Predicting Job Performance

Paul Barrett, October 2022

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The now famous article by Schmidt, F.L., & Hunter, J.E. (1998). The Validity and Utility of Selection Methods in Personnel Psychology: practical and theoretical implications of 85 years of research findings. Psychological Bulletin 124, 2, 262-274; made available a list of meta-analytic validity coefficients of predictors of job performance which have been, and still are, regarded by many as the de facto values for the workplace.

However, in 2013, Frank Schmidt, In-Sue Oh, and Jonathan Shaffer presented some updated validities in a talk presented at a Personnel Testing Council Metropolitan Washington (PCTMU) meeting: Schmidt, F.L., Oh, I-S., & Shaffer, J. (2013) The validity and utility of selection methods in personnel psychology: Practical and theoretical implications of 95 years of research findings; An update , pp 1-9 (open-access).

Then, in 2016, the 2013 conference paper was augmented substantially and published as a major preprint article on the Social Science Research Network (SSRN) site, It was eventually taken down off the SSRN website as the authors sought formal publication in a journal. The link here is to a pdf copy of the article on the University of Baltimore website (open-access). Schmidt, F.L., Oh, I-S., & Shaffer, J.A. (2016). The validity and utility of selection methods in personnel psychology: Practical and theoretical implications of 100 years of research findings , pp. 1-74.

As far as I'm aware (having exchanged emails with In-Sue Oh), the two remaining authors are still trying to get the paper published (sadly, Frank Schmidt passed away in August 2021), after the initial 2016 submission attracted limited interest. Since 2020, the paper has been in the process of a Revise and Resubmit procedure with a major psychology journal.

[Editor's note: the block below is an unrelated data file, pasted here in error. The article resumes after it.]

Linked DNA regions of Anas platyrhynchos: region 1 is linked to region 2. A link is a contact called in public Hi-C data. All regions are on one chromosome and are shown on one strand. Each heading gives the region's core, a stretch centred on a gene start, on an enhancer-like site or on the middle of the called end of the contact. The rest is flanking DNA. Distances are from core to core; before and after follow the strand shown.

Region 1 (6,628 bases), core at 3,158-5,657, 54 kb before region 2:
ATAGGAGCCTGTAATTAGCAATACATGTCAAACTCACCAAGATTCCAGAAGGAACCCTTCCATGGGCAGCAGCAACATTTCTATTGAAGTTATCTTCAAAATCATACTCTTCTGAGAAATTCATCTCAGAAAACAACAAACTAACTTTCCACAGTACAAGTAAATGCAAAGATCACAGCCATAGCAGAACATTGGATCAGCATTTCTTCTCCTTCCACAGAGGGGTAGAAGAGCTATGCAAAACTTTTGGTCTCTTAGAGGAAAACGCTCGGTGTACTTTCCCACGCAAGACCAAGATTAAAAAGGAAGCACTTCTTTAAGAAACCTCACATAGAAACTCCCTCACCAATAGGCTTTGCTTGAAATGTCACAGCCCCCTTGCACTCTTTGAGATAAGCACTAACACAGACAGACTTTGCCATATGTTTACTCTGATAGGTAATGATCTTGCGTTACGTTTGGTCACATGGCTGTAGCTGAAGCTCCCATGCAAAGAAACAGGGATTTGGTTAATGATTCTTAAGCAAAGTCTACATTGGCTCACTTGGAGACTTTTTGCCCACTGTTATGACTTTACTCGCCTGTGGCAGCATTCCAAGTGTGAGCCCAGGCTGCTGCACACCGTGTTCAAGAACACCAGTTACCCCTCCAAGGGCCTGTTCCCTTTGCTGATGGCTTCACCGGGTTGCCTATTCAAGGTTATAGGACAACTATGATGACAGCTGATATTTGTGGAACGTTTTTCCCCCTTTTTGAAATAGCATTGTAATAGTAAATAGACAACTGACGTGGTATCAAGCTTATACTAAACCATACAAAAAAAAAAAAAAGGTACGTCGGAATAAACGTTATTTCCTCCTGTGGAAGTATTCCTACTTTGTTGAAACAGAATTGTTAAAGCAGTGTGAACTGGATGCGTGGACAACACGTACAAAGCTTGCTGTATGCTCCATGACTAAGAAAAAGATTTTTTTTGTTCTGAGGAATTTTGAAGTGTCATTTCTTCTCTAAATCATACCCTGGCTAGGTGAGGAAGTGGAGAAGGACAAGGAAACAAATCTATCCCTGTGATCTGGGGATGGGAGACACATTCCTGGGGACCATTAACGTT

I have included its indices here as some of its revised estimates are astounding (e.g. unstructured employment interviews have the same validity as structured ones; although querying this with In-Sue Oh, it would appear the studies used for the meta-analysis of unstructured interviews were actually structured to some degree, although not to the more organized levels of the structured interview studies).

Finally, a more recent article is "in Press" in an APA journal: Sackett, P.R., Zhang, C., Berry, C.M., & Lievens, F. (2022). Revisiting meta-analytic estimates of validity in personnel selection: Addressing systematic overcorrection for restriction of range . Journal of Applied Psychology, Advance online publication, pp. 1-104. This paper recalculates the Schmidt and Hunter (1998) validities based upon a revision of the estimates used to correct for restriction of range in the original paper. "We conclude that our selection procedures remain useful, but selection predictor-criterion relationships are considerably lower than previously thought." .

The figure below presents the validity estimates from the three papers introduced above. It is a dynamic graph in that if you hover over any legend entry atthe top of the graph, it will highlight the bars for that publication.

If you click on any legend entry, it will toggle the removal or re-display of the bars for that publication, allowing you to more easily make pairwise comparisons of validity estimates.

Page 2 of the figure provides the table of all the validity coefficients from each article, as plotted in the figure.

From these data, it is no longer clear whether Big Five personality attributes are even worth assessing via self-report, contextualised or otherwise, such is their explanatory inaccuracy. However, as shown in: Oh, I-S., Wang, G., & Mount, M.K. (2011). Validity of observer ratings of the five-factor model of personality traits: A meta-analysis . Journal of Applied Psychology, 96, 4, 762-773, Big Five validities computed using single-rater observed ratings do exceed self-report questionnaire validities.

As to GMA, its 1998 validity has almost halved given the more recent article from Sackett et al (2022). I have said more on this issue in a recent Cognadev blog . And, an earlier article: Richardson, K., & Norgate, S.H. (2015). Does IQ Really Predict Job Performance? Applied Developmental Science, 19, 3, 153-169. (open-access) had already questioned the accuracy of the earlier meta-analytic validity estimates in this area.

Anyway, I'm sure controversy will remain as to the wisdom or otherwise of correcting correlations for attenuation due to a variety of factors, but the graph above does at least present the competing evidence to date.